Cloud Technology Forecast: Sunshine with Change of Showers: Keeping Universally-Accessible District Information Safe
Asher-Schapiro, Avi, District Administration
Cloud computing is taking K12 by storm with fully 90 percent of K12 institutions relying on or implementing cloud technology in 2012, according to the Consortium for School Networking (CoSN). District CIOs are under increased pressure to cut costs and keep up with the latest technological trend, and implementing the cloud is an easy fix. According to a recent report released by Lenovo and Intel, What IT Leaders in K12 Need to Know about Cloud Computing, cloud technology can save districts up to 25 percent on IT costs within the next five years by outsourcing network maintenance and allowing schools to access low-cost or free educational software.
Like any new technology, however, the move toward the cloud carries risks, especially when it comes to privacy and security. "Whether you are a school district, Coca Cola, or the Department of Defense, you have to assess how cloud computing affects the confidentiality, integrity, and availability of your data," says Taiye Lambo, founder of CloudeAssurance, a private cloud security consultancy. For school district leaders who store confidential information, including students' addresses, health records, tests scores, and photos on the cloud, ensuring that it is both secure and accessible is especially important.
Diverse Cloud Options
It is often difficult for CIOs to parse the security implications of cloud-computing because the cloud refers to a wide range of remote-server options, offering a vast array of services, all of which carry different levels of security risk. For districts, cloud computing options fall roughly into two categories: software-as-a-service (SaaS) and storage as a service (STaaS). Both services are becoming commonplace as districts move toward 1:1 technology-to-student ratios. "Districts are increasingly looking toward SaaS technologies that enable collaboration so that students and teachers can access software, communicate, and collaborate," explains Stephan Braat, general manager for cloud solutions at CDWG, an IT products and solutions provider working with over 8,000 districts nationwide. "At the same time, there is also need for STaaS so districts can house and store that information and data."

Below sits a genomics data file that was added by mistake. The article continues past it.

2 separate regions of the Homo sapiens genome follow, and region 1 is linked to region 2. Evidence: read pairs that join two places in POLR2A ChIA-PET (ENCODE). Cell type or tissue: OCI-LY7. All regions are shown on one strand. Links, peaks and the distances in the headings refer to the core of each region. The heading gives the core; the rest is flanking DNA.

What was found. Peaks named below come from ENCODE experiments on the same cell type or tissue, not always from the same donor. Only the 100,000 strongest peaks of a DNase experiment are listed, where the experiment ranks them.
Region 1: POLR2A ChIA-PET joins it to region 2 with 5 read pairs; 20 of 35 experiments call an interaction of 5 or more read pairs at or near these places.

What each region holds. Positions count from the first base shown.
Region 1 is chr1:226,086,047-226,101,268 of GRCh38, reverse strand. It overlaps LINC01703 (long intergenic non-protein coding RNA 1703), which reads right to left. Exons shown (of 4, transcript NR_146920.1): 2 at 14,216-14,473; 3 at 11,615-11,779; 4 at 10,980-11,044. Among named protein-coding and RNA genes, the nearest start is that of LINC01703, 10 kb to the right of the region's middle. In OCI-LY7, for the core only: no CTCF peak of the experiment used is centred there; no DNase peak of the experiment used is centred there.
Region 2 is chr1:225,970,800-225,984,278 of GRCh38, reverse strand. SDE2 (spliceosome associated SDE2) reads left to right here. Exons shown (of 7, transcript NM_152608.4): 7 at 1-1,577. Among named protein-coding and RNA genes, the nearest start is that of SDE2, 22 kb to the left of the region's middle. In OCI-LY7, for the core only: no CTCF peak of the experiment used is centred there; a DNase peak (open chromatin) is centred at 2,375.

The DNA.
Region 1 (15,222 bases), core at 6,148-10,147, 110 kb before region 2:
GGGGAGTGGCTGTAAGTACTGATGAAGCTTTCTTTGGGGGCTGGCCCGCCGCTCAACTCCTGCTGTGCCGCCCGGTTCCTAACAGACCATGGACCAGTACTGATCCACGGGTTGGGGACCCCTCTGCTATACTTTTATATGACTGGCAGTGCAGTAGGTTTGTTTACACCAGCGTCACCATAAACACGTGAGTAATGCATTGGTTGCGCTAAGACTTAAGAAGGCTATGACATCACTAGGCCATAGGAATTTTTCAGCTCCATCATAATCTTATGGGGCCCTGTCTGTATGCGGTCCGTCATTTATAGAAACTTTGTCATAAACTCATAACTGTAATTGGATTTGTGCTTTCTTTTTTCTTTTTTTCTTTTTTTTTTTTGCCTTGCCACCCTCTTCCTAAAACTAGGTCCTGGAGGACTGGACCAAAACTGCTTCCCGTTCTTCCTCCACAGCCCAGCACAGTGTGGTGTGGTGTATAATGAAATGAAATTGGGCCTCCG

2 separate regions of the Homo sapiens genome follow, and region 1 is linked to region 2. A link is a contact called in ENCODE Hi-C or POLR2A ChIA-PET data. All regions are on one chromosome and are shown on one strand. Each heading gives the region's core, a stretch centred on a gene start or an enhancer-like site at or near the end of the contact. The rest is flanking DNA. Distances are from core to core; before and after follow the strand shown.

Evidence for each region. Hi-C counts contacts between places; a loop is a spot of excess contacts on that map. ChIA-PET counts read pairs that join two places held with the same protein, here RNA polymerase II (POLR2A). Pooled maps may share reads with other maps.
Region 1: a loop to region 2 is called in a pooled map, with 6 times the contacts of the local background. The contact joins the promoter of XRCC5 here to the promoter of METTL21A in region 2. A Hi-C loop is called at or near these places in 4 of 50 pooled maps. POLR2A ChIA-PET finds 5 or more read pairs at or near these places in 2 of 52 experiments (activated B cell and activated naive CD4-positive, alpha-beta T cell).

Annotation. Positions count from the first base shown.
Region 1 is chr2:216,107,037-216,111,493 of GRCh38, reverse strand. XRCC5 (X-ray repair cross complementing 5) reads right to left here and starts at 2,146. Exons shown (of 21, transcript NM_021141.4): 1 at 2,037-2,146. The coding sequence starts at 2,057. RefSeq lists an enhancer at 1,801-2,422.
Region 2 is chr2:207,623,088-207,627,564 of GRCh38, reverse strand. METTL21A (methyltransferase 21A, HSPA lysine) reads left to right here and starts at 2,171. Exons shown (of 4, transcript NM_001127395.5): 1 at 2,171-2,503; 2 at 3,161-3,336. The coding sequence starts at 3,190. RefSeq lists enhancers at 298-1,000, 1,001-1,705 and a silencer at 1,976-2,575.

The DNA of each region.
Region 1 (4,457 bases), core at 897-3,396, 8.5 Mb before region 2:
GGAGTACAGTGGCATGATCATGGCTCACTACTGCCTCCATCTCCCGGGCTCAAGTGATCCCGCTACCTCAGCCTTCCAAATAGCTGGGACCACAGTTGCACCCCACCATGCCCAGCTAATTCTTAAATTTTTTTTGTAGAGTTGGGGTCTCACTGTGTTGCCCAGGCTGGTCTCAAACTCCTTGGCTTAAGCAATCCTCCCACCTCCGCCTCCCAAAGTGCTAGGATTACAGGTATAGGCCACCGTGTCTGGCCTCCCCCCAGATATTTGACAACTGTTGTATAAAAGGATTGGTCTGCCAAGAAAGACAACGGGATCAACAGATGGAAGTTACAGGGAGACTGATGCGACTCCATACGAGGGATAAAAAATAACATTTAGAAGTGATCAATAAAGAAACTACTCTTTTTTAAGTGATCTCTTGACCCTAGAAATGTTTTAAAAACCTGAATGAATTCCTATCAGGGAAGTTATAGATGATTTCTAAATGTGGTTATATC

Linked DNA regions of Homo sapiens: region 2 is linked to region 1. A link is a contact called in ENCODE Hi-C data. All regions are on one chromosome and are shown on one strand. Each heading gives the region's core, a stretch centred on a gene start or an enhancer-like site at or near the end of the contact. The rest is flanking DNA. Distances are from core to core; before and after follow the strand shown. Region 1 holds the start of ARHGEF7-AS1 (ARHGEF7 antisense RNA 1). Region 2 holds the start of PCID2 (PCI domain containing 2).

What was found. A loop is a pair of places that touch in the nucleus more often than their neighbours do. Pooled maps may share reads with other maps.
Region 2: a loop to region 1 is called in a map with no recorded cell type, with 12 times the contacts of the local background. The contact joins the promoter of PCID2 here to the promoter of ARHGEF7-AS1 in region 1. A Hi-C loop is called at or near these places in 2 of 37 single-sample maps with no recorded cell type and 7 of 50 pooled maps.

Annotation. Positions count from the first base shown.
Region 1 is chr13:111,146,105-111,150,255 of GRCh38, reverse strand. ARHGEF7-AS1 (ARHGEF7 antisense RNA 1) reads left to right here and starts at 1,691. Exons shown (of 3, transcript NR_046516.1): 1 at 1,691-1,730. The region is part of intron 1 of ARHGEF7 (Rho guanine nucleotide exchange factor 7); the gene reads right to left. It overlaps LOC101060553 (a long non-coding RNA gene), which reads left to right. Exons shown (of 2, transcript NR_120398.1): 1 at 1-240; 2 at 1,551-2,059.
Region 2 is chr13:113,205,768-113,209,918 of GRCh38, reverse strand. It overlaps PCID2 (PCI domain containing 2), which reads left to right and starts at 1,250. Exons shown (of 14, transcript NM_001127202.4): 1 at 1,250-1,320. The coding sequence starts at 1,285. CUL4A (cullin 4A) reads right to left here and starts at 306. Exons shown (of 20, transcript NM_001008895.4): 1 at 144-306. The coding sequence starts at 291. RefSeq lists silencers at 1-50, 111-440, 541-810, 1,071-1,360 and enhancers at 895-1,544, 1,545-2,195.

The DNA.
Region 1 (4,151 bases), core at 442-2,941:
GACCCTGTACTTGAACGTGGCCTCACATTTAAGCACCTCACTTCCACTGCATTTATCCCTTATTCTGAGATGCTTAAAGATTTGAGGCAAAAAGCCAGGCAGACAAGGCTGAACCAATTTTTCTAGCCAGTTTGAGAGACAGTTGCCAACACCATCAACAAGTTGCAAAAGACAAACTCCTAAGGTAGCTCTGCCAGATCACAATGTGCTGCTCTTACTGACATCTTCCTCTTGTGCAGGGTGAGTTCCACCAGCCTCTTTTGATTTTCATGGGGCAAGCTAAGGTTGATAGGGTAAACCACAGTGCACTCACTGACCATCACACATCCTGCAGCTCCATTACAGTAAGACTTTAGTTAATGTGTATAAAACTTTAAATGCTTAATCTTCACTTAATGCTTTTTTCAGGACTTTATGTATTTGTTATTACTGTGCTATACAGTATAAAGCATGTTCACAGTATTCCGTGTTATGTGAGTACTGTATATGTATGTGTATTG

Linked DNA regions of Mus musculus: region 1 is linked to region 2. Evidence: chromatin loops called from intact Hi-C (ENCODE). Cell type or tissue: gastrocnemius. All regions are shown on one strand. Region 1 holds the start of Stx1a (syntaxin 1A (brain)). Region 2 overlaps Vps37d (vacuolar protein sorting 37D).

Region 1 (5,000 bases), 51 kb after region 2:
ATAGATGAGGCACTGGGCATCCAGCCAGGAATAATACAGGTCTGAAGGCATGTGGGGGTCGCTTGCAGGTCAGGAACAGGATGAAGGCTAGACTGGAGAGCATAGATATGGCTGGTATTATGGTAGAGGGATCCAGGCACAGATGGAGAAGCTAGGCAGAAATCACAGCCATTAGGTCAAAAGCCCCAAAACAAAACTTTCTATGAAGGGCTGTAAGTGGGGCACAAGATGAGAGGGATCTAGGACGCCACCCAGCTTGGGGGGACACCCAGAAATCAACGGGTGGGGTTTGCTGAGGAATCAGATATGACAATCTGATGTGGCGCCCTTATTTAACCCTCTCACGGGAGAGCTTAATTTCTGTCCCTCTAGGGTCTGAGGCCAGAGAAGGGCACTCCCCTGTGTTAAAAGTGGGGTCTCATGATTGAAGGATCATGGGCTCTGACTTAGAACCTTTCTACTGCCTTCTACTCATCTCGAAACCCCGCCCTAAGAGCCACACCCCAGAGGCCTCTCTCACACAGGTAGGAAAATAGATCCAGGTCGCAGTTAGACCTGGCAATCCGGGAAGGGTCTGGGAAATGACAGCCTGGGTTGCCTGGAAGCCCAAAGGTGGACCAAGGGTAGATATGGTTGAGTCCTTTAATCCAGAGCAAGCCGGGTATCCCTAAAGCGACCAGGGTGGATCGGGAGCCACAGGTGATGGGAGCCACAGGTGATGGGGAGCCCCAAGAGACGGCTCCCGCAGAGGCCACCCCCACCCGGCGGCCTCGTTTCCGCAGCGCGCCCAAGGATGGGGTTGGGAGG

In addition to the SaaS/STaaS distinction, districts must choose whether to rely on district-run clouds, cloud consortiums, or private vendors. While setting up a private cloud housed on district servers allows CIOs to personally monitor the cloud and take charge of security, it misses out on the savings of outsourcing IT responsibilities. Cloud consortiums allow districts to pool resources and build a common cloud that is secured and monitored by district employees. Although increasingly popular, consortiums are not an immediate option for all districts, since they require long-term planning and coordination.
According to CDW-G, private cloud vendors, which manage cloud storage and security externally, are increasingly dominating the K12 market. Over 40 percent of districts now rely on Google Docs and Gmail for data storage and communication. At the same time, an increasingly diverse group of vendors are offering cloud services to districts, including: Amazon, Lenovo, Microsoft, Apple, and a host of smaller boutique firms.
If a district opts for an external cloud vendor, CIOs should be prepared to take on a degree of risk. "The biggest thing CIOs are struggling with is that, in reality, external cloud solutions don't allow for any internal control. Everything is on the side of the solution providers," says Ramiro Zuniga, an independent expert on cloud security and CIO of Port Arthur (Texas) ISD serving 10,000 students.
Since external cloud vendors house and maintain all data in the cloud, CIOs relinquish authority to change network settings or troubleshoot. According to Zuniga: "That puts CIOs in a precarious situation if data are lost or breached. …